Electronics are generally designed for a specific purpose, not bred from a series of “DNA” exchanges from compatible boards. But these “blinky badges,” made for Burning Man by Andrew “Bunnie” Huang, are designed to do just that.
Huang wanted his badges, designed to keep wearers visible and safe at Burning Man, to be unique to each user. However, messing with knobs and buttons wouldn’t be a very social experience, so he instead designed them to use a peer-to-peer radio protocol to allow them to share their light pattern makeups.
When two badges “mate,” they exchange their patterns with each other, mix the sequences, and then both badges become something new, literally transforming into the “offspring.”
As in biological situations, some LED traits are recessive, while others are dominant. as Huang puts it, “It’s important when thinking about biological genes to remember that they aren’t like lines of computer code. Rather, they are like the knobs on an analog synth.” You can see some examples of what is possible below:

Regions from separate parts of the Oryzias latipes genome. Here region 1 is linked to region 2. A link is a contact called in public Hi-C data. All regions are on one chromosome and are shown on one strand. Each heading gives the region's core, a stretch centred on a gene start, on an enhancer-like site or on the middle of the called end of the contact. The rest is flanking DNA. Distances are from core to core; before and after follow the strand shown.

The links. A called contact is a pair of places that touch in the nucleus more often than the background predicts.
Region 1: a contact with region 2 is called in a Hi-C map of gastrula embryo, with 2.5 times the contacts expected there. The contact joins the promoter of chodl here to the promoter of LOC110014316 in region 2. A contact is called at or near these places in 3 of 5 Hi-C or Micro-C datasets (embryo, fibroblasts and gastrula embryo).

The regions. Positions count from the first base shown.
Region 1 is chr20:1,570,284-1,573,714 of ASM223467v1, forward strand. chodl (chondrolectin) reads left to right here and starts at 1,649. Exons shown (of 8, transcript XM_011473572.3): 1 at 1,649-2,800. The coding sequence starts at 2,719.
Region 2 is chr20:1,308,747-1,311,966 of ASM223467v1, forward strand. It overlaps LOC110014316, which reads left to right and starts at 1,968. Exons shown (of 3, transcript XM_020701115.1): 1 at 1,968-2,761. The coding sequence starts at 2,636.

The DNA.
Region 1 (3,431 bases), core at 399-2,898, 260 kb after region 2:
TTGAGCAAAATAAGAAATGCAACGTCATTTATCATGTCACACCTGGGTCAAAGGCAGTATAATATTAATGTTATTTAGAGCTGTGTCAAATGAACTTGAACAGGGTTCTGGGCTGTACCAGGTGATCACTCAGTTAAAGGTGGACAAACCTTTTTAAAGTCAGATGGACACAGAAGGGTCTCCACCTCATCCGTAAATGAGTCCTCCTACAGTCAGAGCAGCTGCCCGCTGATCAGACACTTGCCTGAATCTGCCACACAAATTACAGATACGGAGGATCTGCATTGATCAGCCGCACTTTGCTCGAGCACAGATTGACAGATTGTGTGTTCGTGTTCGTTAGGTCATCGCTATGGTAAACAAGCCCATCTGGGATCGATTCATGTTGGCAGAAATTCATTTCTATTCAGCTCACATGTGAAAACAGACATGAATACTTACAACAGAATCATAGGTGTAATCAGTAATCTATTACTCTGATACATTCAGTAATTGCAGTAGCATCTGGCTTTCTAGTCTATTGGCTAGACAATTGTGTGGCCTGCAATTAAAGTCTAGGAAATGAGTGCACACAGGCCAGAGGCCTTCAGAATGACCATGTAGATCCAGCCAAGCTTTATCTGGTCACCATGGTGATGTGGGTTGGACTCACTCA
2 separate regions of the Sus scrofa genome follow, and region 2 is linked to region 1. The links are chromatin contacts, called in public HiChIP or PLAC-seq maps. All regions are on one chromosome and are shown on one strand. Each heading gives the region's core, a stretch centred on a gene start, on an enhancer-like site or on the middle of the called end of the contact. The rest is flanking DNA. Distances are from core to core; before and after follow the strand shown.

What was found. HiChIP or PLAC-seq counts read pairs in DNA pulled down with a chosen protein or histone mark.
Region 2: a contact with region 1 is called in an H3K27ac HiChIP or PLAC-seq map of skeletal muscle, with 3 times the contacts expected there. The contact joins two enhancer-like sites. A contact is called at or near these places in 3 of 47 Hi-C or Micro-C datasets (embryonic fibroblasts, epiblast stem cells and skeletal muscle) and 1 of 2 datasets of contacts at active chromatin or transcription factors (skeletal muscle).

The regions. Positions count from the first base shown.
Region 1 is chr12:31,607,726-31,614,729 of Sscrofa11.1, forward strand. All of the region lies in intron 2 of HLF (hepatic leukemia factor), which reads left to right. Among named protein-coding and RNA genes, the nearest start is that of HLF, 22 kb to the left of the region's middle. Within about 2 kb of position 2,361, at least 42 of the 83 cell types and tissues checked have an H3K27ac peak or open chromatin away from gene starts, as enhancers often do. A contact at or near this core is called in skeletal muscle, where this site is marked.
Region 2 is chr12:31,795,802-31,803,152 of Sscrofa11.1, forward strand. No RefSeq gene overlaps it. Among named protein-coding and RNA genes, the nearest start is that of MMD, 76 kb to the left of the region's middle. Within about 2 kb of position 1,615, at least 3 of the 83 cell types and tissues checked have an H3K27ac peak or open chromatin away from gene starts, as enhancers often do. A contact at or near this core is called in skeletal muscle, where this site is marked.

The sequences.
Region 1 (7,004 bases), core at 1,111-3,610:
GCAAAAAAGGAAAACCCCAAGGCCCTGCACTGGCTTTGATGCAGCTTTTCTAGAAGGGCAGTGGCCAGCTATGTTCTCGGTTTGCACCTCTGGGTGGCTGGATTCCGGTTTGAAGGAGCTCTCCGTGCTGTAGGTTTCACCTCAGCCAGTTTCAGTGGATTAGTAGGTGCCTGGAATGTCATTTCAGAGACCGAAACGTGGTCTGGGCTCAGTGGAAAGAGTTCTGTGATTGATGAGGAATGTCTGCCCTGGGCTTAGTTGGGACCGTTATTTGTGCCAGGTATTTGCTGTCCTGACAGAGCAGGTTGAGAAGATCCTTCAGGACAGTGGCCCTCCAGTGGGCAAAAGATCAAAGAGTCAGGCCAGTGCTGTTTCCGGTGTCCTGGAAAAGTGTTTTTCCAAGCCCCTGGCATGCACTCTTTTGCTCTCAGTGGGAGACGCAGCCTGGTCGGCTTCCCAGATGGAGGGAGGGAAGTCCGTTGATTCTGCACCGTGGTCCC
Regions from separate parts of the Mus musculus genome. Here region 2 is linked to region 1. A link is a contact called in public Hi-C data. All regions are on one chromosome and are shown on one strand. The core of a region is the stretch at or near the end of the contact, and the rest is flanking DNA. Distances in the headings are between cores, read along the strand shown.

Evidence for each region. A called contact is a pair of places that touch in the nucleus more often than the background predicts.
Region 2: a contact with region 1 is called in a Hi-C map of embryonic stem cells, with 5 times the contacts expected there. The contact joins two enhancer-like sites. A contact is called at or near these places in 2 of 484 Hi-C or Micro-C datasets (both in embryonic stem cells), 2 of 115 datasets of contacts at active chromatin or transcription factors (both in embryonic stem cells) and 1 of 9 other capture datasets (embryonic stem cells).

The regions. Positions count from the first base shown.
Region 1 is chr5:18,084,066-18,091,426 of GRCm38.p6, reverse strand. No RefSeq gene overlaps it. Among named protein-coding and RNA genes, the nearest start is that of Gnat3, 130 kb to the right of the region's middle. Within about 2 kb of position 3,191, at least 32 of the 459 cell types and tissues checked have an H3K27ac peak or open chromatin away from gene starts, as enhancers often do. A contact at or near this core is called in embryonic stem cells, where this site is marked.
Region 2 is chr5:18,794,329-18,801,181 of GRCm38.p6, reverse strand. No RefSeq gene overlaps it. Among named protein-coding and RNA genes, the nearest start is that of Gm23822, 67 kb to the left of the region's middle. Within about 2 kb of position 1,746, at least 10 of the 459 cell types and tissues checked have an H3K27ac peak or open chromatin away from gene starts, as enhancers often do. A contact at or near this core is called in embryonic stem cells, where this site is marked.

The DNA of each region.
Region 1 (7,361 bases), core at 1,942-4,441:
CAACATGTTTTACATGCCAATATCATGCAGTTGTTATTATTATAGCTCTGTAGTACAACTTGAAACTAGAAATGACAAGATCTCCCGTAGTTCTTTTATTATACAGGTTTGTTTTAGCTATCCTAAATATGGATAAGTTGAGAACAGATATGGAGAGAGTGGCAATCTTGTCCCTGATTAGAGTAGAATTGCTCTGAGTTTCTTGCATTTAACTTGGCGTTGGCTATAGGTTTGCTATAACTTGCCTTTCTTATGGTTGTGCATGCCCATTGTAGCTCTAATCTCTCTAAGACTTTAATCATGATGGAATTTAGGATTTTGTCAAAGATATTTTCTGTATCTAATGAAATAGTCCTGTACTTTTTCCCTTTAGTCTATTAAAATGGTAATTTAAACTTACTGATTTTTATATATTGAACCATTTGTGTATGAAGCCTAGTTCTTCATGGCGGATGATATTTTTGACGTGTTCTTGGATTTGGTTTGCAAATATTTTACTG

Huang built these badges as a test of the open source Orchard board, which is a radio-connected computing solution. Hardware-wise, these boards fit in quite well with what he was trying to accomplish at Burning Man. As for production, he says, “I was teaching in Shenzhen to a group of MIT Media Lab students about supply chains. We used the Orchard reference design as the teaching platform for the course; the Burning Man badge is a derivative of that.”
To build this for his theme camp, “The Institute,” Huang sold badges to 85 people at $69 each, but built a total of 105 to make sure he could fulfill the order. The extras were given away. It seems these badges were a great success. As cool as they look in GIF form, I’m sure they are even cooler in person. Maybe we’ll see more from the Orchard platform in the future!
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